Platelet-collagen interaction plays an important role in hemostasis and pathological thrombosis. Upon an injury to the subendothelium of a blood vessel wall, platelets adhere to the denuded substrate, aggregate, and release biological substances. Many investigators have explored the use of blocking agents to interrupt the final step of binding fibrinogen on glycoprotein (GP) IIb/IIIa of activated platelets. A potent peptide is Arg-Gly-Asp-Ser (RGDS) and its derivatives in various forms. Results from many clinical trials show that the efficacy of these antagonists does not lie in blocking the adhesion of platelets to the distal site(s) of the injury as expected. Because type I and type III collagens are predominant components of blood vessel walls, other laboratories and ours have defined various active peptides from either collagen molecules or platelets as useful for blocking collagen-platelet interaction. An active hybrid peptide derived from both platelet types I and type III collagen receptors that abolishes type I and type III collagen-induced platelet aggregation has been obtained. The hybrid peptide inhibits the binding of type I and type III collagens to washed human platelets, platelet aggregation, and the adhesion of washed platelets to rabbit aortic segments. However, the usefulness of the defined hybrid peptide in preventing thrombi formation in vivo requires further investigation.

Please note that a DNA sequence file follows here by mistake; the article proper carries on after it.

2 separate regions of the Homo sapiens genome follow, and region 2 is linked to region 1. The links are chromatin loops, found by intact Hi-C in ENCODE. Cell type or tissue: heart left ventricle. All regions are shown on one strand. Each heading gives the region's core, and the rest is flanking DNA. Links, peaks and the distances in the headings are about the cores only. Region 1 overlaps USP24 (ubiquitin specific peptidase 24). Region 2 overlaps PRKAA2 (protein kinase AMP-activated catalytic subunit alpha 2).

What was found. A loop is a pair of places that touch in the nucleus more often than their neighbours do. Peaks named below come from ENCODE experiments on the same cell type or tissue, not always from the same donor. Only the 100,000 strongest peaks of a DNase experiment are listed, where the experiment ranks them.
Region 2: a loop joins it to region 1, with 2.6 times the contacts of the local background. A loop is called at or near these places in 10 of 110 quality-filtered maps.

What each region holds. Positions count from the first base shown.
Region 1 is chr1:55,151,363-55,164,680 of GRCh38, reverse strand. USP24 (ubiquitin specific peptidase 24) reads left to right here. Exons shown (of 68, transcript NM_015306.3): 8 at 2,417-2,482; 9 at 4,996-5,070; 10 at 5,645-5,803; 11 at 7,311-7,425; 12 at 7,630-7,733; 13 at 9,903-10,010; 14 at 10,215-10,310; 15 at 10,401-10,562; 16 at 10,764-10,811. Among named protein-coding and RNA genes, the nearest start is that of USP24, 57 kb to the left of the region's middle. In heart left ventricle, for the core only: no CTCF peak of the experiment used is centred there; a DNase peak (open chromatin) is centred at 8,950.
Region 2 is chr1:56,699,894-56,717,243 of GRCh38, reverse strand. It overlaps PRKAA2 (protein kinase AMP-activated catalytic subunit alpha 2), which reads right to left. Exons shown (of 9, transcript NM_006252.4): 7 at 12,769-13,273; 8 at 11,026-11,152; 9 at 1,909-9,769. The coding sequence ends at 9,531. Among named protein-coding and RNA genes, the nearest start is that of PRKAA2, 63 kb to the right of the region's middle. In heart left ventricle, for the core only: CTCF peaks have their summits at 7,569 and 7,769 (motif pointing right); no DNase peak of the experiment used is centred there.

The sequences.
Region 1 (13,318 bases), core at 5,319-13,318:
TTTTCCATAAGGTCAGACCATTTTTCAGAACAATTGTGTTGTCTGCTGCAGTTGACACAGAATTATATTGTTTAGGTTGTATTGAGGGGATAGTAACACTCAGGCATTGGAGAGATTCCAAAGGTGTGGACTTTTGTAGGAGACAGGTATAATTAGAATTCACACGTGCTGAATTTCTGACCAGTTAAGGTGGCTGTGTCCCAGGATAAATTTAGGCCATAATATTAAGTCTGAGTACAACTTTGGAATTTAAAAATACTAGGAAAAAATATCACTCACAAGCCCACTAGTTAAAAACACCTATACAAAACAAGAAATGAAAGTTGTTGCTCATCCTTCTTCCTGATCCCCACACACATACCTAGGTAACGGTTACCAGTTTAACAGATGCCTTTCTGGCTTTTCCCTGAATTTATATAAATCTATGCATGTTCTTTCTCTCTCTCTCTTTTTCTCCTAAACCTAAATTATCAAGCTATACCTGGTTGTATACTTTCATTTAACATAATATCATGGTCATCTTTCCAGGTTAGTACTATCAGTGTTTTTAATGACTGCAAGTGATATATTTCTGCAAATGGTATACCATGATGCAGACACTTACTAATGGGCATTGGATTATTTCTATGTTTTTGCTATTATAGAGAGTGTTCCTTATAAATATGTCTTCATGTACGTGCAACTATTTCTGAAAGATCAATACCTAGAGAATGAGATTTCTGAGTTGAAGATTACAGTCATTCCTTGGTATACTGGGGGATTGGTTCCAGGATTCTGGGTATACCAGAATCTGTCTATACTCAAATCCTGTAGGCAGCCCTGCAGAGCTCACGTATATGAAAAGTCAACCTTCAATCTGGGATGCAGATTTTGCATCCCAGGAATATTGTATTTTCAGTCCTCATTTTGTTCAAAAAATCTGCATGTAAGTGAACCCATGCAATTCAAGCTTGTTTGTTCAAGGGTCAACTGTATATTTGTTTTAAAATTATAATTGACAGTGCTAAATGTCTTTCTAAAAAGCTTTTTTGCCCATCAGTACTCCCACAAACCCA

Keywords: Platelet aggregation inhibitor, platelet adhesion, collagen, peptide inhibitor, platelet collagen receptors, nonintegrin receptor, platelet
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